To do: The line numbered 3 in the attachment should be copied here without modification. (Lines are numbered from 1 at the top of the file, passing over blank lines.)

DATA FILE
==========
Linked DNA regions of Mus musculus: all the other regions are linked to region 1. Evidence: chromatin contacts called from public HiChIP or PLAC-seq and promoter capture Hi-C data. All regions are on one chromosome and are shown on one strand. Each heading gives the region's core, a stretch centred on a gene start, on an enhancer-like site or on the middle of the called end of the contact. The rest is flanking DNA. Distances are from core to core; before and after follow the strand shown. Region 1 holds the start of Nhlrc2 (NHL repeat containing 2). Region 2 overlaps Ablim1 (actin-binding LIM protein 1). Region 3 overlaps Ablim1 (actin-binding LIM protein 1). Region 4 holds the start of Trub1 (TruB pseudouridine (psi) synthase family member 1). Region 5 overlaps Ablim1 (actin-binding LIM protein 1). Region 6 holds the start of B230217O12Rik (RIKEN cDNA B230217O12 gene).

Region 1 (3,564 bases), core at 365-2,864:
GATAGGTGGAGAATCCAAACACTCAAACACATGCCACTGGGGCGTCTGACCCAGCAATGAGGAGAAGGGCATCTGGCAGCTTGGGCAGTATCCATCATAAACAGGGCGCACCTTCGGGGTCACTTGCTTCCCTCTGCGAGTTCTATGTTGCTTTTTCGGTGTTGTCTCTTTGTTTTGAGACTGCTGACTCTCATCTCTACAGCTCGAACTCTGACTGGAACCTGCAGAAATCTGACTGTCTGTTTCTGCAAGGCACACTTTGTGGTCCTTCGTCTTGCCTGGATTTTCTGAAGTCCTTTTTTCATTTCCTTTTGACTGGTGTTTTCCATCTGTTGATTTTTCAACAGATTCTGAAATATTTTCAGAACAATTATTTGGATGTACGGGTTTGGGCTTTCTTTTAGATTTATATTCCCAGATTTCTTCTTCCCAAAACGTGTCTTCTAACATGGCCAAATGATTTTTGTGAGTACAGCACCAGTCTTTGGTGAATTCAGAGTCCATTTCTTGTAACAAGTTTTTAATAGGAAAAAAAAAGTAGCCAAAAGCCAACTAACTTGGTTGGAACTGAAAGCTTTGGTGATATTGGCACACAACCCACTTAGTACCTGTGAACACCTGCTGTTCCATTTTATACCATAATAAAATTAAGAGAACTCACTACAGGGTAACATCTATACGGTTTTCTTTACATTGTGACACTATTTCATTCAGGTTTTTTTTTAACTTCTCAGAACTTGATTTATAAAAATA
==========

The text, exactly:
GATAGGTGGAGAATCCAAACACTCAAACACATGCCACTGGGGCGTCTGACCCAGCAATGAGGAGAAGGGCATCTGGCAGCTTGGGCAGTATCCATCATAAACAGGGCGCACCTTCGGGGTCACTTGCTTCCCTCTGCGAGTTCTATGTTGCTTTTTCGGTGTTGTCTCTTTGTTTTGAGACTGCTGACTCTCATCTCTACAGCTCGAACTCTGACTGGAACCTGCAGAAATCTGACTGTCTGTTTCTGCAAGGCACACTTTGTGGTCCTTCGTCTTGCCTGGATTTTCTGAAGTCCTTTTTTCATTTCCTTTTGACTGGTGTTTTCCATCTGTTGATTTTTCAACAGATTCTGAAATATTTTCAGAACAATTATTTGGATGTACGGGTTTGGGCTTTCTTTTAGATTTATATTCCCAGATTTCTTCTTCCCAAAACGTGTCTTCTAACATGGCCAAATGATTTTTGTGAGTACAGCACCAGTCTTTGGTGAATTCAGAGTCCATTTCTTGTAACAAGTTTTTAATAGGAAAAAAAAAGTAGCCAAAAGCCAACTAACTTGGTTGGAACTGAAAGCTTTGGTGATATTGGCACACAACCCACTTAGTACCTGTGAACACCTGCTGTTCCATTTTATACCATAATAAAATTAAGAGAACTCACTACAGGGTAACATCTATACGGTTTTCTTTACATTGTGACACTATTTCATTCAGGTTTTTTTTTAACTTCTCAGAACTTGATTTATAAAAATA